The New Grantee Orientation (NGO) is designed to strengthen the grantee’s ability to successfully implement their grant projects, increase their understanding of project impact within their community, and support the ability of the tribal government and community to respond effectively towards domestic violence, sexual assault, dating violence, stalking and sex trafficking. Who should attend? Newly funded Tribal Governments Program grantees, Tribal Sexual Assault Services grantees, Tribal Jurisdiction grantees and new project directors and staff of programs previously funded under the above grant programs. Go to: https://www.tadngo.com/ for more information.
How do we reclaim our own stories and the story of our community? This presentation will focus on ways we can undo who we are not and the power of reclaiming who we really are. We as all people, especially Indigenous People, can have no higher thought than who we think we are and who our communities are. In this webinar, Christina Love, ANDVSA Senior Specialist, will share the importance of story and how we see ourselves and the communities that grow us, including the importance of strong roots and some of the liberating practices that she has learned from growing back into community. Presented by Christina Love, Alaska Network on Domestic Violence and Sexual Assault.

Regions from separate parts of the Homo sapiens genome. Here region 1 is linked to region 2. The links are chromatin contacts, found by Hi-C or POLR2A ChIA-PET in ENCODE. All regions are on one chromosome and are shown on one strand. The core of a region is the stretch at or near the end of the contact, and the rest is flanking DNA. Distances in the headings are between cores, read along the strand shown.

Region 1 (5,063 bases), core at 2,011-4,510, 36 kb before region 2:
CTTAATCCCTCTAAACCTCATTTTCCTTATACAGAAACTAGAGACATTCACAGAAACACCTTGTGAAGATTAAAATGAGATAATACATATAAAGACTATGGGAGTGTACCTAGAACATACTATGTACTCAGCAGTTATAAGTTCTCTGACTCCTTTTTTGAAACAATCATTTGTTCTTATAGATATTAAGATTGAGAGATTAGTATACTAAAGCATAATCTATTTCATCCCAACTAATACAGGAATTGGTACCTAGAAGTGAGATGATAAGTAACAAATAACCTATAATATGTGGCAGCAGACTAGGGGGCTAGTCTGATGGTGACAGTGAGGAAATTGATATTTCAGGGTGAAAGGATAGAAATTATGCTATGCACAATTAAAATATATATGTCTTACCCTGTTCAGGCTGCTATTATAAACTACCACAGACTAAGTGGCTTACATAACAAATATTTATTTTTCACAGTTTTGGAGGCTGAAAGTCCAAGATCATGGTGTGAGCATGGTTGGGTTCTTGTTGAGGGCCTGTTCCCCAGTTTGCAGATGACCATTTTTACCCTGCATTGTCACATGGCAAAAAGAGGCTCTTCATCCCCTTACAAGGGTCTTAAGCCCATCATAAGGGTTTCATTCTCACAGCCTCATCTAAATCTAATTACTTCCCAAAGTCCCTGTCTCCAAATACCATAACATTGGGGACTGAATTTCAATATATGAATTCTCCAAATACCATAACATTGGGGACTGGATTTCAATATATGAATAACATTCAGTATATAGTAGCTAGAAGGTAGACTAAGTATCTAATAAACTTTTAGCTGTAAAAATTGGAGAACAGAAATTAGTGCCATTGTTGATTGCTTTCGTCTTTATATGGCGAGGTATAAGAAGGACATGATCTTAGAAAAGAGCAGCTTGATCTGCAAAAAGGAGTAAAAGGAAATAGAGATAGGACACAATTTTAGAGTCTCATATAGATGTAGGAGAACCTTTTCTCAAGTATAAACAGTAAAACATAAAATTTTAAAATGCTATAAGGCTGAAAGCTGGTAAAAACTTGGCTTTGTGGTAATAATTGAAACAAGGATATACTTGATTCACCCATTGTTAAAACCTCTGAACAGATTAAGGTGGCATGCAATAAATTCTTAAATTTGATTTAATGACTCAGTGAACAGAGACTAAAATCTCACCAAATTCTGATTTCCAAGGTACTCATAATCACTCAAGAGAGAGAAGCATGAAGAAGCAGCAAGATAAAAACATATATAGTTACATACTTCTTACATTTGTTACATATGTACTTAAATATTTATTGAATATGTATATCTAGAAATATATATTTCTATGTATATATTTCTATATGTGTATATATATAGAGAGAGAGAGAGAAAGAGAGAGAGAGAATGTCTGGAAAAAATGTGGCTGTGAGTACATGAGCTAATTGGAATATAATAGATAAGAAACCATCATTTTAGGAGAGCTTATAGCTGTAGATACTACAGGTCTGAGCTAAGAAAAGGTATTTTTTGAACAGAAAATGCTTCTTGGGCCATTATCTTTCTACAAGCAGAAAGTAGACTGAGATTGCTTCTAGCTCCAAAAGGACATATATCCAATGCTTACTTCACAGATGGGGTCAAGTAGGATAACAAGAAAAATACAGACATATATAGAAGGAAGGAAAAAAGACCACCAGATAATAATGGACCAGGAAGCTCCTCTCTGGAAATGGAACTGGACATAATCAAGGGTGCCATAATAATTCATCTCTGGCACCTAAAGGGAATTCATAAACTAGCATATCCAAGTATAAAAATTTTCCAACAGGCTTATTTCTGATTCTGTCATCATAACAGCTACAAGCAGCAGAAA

What is a survey? What are the advantages vs. disadvantages? This webinar will answer these questions as well as things to consider - the why, what, who, how of surveying; types of questions; informed consent; and analyzing data for program/policy development and/or improvement. Examples of post-training and community surveys will be provided. We'll help programs understand the difference between program assessment for improvement and evaluative research type activities.
Parenting is often affected when domestic violence, sexual assault, stalking, or sex trafficking has happened. Whether parenting issues are ongoing due to abusive relationship or are ongoing due to generational trauma we need to support our victims/ survivors as they develop new skills to increase success for our indigenous youth. What does positive parenting for indigenous parents look like? This webinar will discuss small steps we can make in our homes, schools and communities that will have a lasting positive change in children and teens on the reservations. Many of our parents struggle with disciplining, setting boundaries and how to support children who have been through trauma. Stepping away from the blaming of our own parents and connecting with our ancestors to set things right for the next generation is what is webinar is all about.
This virtual TA session will expose the nature of sex trafficking of Native people in reservation, rural, urban and village communities. During this session we will discuss a general overview of definitions, recruitment tactics, survivor realities and the role advocates and services providers can offer to impact this multi-million-dollar industry. By introducing the unique cultural impacts and limitations of Native communities, this webinar will present true-to-life experiences that come from historical and contemporary coercive tactics and methods.